Moderated by Dena Eber and Sue Gollifer
SUBMIT YOUR PRESENTATION PROPOSAL BY NOVEMBER 12, 2021
Event: December 3, 2021, 4PM EST/9PM GMT
Humans have been making pictures since the earliest cave drawings dating to at least 45,000 years ago, and the content and methods of making them have progressed since. With each new technological advance (this includes analog), image makers add another tool to their kits that open up new ways to practice, to express ideas and to tell stories that range from literal to abstract. Digital technologies are the latest and perhaps one of the biggest additions to the workflow, and with it, we have expanded our continuum of image making possibilities. Indeed, digital methods have changed imagery more than any other tool in history.
In 2003, Christiane Paul wrote that, “The use of digital technologies in almost every arena of daily life has vastly increased during the past decade, leading to speculations that all forms of artistic media will eventually be absorbed into the digital medium, either through digitization or through the use of computers in a specific aspect of processing or production.” Not only has this come true, I would argue that digital processes have changed the still image in essential ways that force artists and viewers to question truth and reality.
This 10th SPARKS session welcomes the presentation of artworks and projects that represent the continuum of image making and that reveal the essential ways that digital tools have moved it forward. Thus, we are looking for artists, theorists, researchers and practitioners of any image making practice to present and talk about works that range from fully digital, to a hybrid of digital and traditional practice that illustrate the growth of image making since the onset of widely available digital tools. The work or aesthetics may be about the medium or they might simply tell a story or illustrate concepts.
We are interested in a range of approaches including those from the past and those from the bleeding edge, using out of the box or homespun tools. Still images of any kind are welcome as our ultimate goal is to not only establish how digital methods are essential to image making, but also to highlight and perhaps remind us that the single image is still powerful and still important now, more than ever.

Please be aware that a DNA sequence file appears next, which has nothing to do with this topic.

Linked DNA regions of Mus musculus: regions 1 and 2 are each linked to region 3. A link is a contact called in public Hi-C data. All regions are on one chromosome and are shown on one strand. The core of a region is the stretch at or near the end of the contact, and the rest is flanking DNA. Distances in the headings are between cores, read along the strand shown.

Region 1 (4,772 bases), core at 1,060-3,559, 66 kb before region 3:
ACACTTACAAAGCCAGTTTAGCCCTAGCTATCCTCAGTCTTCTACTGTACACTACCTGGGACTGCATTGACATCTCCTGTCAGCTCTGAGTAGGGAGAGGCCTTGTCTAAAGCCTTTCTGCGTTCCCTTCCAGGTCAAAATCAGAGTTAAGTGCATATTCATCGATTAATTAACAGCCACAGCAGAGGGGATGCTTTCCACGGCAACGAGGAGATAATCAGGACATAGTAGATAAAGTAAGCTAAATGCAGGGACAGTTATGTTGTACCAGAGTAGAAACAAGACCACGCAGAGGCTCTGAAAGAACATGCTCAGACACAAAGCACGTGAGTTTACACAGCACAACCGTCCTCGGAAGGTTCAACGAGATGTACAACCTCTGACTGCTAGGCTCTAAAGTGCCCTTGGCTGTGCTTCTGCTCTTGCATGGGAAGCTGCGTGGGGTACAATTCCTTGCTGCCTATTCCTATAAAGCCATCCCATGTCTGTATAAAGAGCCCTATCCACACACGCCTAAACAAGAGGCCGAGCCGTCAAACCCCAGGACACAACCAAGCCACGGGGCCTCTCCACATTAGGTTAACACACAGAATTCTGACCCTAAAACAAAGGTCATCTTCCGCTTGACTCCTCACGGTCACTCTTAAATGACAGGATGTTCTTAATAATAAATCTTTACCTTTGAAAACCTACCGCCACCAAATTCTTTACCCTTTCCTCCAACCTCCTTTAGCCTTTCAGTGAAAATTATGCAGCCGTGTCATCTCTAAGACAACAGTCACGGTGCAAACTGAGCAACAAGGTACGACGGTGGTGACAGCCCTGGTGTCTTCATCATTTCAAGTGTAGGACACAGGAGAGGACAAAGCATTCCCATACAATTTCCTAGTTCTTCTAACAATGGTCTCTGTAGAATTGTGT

Dena Elisabeth Eber
Dena Elisabeth Eber is a Professor of Digital Arts at Bowling Green State University where she has taught since 1997. She earned her Ph.D. in Art from the University of Georgia, in 1997, her MFA from University of Georgia in 1994, her MS in Computer Science from Colorado State University in 1990 and her BS in Mathematics from Colorado State University in 1987.
Dr. Eber’s artistic endeavors include VE art works, photography, and interactive installations. Her latest work deals with the inspiration of written text that seeds work about contemporary issues. She has shown her work at numerous international and national exhibitions including Gallery D-ART for IV2020 International Symposium Digital Art, SIGGRAPH, Society for Photographic Educators and the International Digital Media and Arts Association.
Sue Gollifer is a Principal Lecturer and the Course Leader for an MA in Digital Media Arts, at the University of Brighton, UK and the Executive Director of ISEA International HQ. She is the Chair of the ACM SIGGRAPH ‘Lifetime Achievement of Digital Arts’ and a member of the ‘ACM SIGGRAPH (DACC’) Digital Arts Community Committee and a member of the ‘ACM SIGGRAPH ‘External Relations Committee’.
A pioneer of early computer art, she has continuously explored the relationship between technology and the arts and has written extensively on this subject. She is also curator and a jury member of a number of International Digital Exhibitions, for SIGGRAPH, SIGGRAPH Asia and for the ISEA Symposiums. Her personal art works are held in both national and international public and private collections.